Friday, March 25, 2011

"She's Like a Banana With a Headache!"

I don't understand plumbing. Never have and I don't suppose I ever will. Once, many years ago while I was working for a living, I was employed as a building labourer. One day I was working on some alterations to a bathroom and had been told to take a shower unit off the wall. First thing I thought to do was check that the shower was disconected from the mains (it was an electric shower) I also made sure it was disconnected from the water mains. Electrics first; - and this is where I went wrong - I went to the main fuseboard, made sure the fuse marked 'SHOWER' was pulled (and then put in my pocket so it couldn't be accidentally put back in again by someone else as soon as I left). I made sure that the fuse in my pocket was in fact the right fuse and not the fuse for something else like the upstairs lights that had been mislabelled. I went back to the bathroom and tried to switch the shower on. No light. And no water comes out of the shower when I turn it on. No power. Good. Next I checked that the water to the bathroom was off by turning on the taps in the sink next to the shower. A dry gurgle and nothing. Sure now that it was safe to proceed, I unscrewed the shower's casing, disconnected the wiring (making the ends secure and safe in an insulated lump of chockblock). I unscrewed the couple of chunky screws holding the unit on the wall; now all I had to do was disconnect the water. I found the inlet pipe (not a difficult task as it was the only thing attaching the shower unit to the house) and selected a suitable spanner. Tea break soon. Great. Two twists of the spanner later and I felt a lurch. Suddenly I had a shower unit in my hands and a solid jet of water shooting horizontally past my face out of the pipe I had just been working; a solid jet of water that reached across the room, bounced back from the opposite wall, and hit me squarely between the shoulder blades.

Within seconds I was soaked through and my clothing weighed twice as much as I did. I was also screaming for help. I had dropped the shower unit (on my toe) and was leaning forward, both hands pressed against the pipe end. The water pressure was high so I didn't staunch all the flow but I did cut it down a little. The water that was coming out was now shooting up the inside of my sleeves and down out of my trouser legs, but as I couldn't get any wetter than I already was it didn't make much difference to me. My boss arrived. He took one look through the door at this screaming animated fountain, said "Fuck!" very loudly, and dived through the hatch in the floor that led to the underfloor crawl space. Within seconds he located the stopcock he had missed the last time he'd been down there and he cut the supply.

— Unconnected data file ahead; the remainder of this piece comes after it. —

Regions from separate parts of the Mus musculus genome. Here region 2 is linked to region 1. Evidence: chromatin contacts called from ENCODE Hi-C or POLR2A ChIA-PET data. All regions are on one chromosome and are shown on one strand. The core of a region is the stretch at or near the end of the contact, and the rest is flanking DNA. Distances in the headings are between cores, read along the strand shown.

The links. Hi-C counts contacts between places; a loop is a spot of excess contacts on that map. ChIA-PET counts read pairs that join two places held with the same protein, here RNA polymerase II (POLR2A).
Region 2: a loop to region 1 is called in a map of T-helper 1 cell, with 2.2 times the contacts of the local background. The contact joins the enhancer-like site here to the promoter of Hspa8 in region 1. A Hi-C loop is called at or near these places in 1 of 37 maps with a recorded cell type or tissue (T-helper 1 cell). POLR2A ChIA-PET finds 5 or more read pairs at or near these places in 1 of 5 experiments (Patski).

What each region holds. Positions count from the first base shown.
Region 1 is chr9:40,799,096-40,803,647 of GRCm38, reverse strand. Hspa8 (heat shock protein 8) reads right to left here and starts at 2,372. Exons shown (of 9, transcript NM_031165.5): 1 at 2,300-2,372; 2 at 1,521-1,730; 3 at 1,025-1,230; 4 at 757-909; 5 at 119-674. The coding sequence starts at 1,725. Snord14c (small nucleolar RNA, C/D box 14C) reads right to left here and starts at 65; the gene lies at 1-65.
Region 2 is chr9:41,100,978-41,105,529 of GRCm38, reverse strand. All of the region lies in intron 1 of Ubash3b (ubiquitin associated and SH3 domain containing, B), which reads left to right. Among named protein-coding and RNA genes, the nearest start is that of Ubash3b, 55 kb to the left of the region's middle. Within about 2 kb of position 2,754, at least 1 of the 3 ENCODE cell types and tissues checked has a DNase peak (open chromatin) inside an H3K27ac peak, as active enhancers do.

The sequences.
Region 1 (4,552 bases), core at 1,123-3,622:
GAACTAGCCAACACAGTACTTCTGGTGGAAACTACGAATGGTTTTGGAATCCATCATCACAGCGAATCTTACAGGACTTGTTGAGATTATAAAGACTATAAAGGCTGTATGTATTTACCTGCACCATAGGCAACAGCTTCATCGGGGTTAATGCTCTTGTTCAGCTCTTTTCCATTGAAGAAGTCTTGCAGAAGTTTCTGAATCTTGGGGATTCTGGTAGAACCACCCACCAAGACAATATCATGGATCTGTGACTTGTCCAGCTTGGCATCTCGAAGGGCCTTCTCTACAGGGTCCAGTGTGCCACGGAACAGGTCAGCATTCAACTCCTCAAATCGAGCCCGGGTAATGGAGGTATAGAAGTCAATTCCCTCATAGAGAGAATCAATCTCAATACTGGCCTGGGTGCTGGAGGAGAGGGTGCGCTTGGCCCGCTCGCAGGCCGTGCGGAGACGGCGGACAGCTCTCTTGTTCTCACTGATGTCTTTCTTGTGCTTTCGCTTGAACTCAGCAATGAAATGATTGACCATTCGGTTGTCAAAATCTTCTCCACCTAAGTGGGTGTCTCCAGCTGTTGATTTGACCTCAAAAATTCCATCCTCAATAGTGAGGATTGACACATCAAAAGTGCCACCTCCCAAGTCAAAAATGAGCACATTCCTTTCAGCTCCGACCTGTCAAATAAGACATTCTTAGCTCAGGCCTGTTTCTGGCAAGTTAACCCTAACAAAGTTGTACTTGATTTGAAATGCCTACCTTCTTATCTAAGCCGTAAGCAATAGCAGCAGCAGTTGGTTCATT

(This did make me wonder how he had managed to miss the bugger last time, but what the hell, everyone makes mistakes.)

What I should have done before anything else, was tried the shower. It was the type of electric shower that had to be connected to the mains and switched on before even cold water would come out. Switch off the power and nothing comes through even though there is a terrific water pressure behind it. Why it was on a different supply from the rest of the bathroom is (to me at least) a complete mystery.

Why am I bothering telling you all this? No idea really. The house we were working on was a reletively new build - less than ten years old at the time and all the plumbing was put in at the same time. My house is 130 years old and built before the village had any mains water supply. I don't know when it was first connected but the plumbing in it has been added piecemeal over the years by many people - me included. At the moment our upstairs toilet cistern won't stop filling up. You flush, it refills and, nine times out of ten, doesn't stop filling. This causes the excess water to go out the overflow with annoying gurgling noises. Nine times out of ten that it does this you have to wait for precisely the right moment and run the tap in the sink for 15 seconds then turn it off quickly - at which point the cistern makes a strange Grrrrrrrnk! noise and stops filling up. (The tenth time it doesn't and you have to flush it again or just put up with the gurgling all night.)

The really baffling part is why running the hot water in the kitchen downstairs should make the upstairs toilet suddenly start to fill up again and why turning on the kitchen sink cold water tap makes it stop.

Answers on a postcard please, because I haven't got a clue.

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